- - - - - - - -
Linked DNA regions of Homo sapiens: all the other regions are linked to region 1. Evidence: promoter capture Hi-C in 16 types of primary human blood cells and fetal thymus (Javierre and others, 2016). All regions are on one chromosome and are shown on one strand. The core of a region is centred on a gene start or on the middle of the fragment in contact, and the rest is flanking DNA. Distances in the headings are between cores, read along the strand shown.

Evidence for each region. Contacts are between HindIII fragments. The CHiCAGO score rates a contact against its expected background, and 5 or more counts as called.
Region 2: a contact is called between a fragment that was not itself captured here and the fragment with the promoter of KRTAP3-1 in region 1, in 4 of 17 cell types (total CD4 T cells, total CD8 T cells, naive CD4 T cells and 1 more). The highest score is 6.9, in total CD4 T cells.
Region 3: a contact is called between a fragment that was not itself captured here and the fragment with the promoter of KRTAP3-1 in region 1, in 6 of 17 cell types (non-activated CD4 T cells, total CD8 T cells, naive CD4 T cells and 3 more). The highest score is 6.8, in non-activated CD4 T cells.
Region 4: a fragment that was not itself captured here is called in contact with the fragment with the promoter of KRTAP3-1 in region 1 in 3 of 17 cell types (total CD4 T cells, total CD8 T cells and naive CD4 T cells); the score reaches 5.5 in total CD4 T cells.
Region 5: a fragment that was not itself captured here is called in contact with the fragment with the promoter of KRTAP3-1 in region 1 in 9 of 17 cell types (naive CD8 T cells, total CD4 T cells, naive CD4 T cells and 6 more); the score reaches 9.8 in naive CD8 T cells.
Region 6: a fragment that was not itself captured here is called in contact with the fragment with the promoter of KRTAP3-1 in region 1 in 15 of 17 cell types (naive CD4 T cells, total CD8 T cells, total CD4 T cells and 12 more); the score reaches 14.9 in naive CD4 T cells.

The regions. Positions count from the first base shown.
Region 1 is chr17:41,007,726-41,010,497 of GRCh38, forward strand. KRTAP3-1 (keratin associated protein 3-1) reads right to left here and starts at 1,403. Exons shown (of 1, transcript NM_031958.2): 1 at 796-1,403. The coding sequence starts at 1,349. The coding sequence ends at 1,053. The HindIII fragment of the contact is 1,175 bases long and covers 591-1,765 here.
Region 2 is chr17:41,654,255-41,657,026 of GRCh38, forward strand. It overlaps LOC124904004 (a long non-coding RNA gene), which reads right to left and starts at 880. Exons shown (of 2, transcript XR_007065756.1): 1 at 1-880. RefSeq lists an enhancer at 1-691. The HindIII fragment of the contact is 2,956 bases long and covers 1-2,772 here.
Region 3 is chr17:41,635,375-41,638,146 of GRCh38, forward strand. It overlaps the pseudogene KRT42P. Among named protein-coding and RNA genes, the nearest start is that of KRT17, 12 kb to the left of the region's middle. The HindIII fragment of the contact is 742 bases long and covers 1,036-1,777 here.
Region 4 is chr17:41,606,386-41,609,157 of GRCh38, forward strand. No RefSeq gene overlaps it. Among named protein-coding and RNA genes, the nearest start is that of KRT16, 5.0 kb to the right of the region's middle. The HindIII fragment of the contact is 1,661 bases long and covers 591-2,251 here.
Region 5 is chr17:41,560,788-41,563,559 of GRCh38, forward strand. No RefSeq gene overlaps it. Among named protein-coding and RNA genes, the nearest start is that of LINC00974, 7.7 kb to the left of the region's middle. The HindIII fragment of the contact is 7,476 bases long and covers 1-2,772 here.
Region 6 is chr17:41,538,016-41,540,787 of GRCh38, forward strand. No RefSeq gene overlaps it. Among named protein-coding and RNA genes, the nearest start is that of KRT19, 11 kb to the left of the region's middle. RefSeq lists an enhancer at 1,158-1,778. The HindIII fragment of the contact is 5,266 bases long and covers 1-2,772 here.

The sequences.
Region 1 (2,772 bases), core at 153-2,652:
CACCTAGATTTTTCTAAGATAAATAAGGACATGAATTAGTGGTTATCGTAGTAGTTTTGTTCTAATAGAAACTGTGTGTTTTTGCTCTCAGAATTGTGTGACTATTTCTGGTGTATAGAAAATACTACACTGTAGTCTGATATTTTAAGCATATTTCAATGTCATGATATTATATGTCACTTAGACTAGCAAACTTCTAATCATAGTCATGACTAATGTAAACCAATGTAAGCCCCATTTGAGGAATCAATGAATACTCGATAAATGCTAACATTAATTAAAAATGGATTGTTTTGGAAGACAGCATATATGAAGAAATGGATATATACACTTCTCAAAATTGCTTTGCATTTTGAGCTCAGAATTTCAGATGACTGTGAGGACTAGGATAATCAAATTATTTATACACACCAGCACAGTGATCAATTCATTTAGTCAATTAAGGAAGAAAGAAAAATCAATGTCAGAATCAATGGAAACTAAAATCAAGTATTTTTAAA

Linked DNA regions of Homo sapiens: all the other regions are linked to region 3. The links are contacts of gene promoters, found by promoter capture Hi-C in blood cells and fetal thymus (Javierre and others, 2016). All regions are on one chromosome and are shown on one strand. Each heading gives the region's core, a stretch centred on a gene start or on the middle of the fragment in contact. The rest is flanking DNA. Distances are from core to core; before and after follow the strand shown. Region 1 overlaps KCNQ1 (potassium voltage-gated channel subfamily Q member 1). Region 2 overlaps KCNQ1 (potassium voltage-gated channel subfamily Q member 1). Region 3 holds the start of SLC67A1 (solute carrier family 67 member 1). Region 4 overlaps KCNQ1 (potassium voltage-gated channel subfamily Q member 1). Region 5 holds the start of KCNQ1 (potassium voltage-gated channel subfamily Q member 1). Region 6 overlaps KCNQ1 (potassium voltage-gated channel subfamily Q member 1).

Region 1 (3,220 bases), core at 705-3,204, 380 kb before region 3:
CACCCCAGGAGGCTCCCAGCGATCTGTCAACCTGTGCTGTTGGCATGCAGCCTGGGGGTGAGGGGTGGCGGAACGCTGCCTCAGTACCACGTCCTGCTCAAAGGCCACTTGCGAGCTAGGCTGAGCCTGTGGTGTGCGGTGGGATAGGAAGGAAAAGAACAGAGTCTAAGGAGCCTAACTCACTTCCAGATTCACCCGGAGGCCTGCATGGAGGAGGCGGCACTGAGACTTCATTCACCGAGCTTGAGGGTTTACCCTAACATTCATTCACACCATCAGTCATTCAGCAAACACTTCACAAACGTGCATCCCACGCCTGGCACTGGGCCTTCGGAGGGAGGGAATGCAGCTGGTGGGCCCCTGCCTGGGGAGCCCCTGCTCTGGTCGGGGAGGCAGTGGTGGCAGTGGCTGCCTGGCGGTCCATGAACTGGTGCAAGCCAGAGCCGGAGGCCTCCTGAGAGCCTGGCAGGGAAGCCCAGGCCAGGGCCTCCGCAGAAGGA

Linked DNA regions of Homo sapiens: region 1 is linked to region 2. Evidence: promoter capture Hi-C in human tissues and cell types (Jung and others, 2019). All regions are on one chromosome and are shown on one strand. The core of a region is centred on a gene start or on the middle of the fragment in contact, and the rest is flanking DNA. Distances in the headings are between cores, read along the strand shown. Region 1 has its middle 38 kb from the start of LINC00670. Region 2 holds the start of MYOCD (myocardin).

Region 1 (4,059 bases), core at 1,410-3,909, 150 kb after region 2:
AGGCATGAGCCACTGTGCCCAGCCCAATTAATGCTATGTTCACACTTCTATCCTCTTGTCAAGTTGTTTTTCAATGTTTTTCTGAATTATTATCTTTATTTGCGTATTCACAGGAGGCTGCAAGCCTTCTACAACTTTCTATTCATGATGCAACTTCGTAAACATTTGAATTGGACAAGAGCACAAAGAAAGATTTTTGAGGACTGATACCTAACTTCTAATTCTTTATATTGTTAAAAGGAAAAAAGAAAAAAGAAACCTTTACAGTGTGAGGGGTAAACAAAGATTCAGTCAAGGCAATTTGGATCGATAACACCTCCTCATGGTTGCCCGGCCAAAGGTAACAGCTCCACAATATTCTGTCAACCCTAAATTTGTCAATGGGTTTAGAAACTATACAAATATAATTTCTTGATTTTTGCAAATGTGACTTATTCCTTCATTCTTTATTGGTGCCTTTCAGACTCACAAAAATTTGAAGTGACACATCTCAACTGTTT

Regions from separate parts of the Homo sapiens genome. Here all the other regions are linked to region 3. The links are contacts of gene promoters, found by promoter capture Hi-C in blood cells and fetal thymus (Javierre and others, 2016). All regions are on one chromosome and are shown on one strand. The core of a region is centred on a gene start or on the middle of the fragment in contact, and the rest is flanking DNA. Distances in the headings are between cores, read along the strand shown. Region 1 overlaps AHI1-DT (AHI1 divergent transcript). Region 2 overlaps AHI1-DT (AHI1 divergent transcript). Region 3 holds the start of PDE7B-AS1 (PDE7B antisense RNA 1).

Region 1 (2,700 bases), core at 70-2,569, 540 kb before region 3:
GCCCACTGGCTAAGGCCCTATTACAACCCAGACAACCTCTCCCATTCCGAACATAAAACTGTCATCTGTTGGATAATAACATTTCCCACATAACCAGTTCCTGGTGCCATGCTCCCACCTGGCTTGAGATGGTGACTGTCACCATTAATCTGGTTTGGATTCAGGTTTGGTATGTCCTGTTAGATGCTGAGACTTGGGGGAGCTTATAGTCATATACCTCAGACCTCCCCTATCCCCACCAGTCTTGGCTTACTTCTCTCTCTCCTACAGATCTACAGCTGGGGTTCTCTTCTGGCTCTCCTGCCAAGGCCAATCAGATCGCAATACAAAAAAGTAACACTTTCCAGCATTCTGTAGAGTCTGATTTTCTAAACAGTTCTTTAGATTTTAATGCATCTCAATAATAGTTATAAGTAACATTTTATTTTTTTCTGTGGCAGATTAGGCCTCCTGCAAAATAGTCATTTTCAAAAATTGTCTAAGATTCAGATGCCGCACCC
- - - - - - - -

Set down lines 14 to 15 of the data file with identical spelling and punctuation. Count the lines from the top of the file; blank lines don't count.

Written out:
Region 6 is chr17:41,538,016-41,540,787 of GRCh38, forward strand. No RefSeq gene overlaps it. Among named protein-coding and RNA genes, the nearest start is that of KRT19, 11 kb to the left of the region's middle. RefSeq lists an enhancer at 1,158-1,778. The HindIII fragment of the contact is 5,266 bases long and covers 1-2,772 here.

The sequences.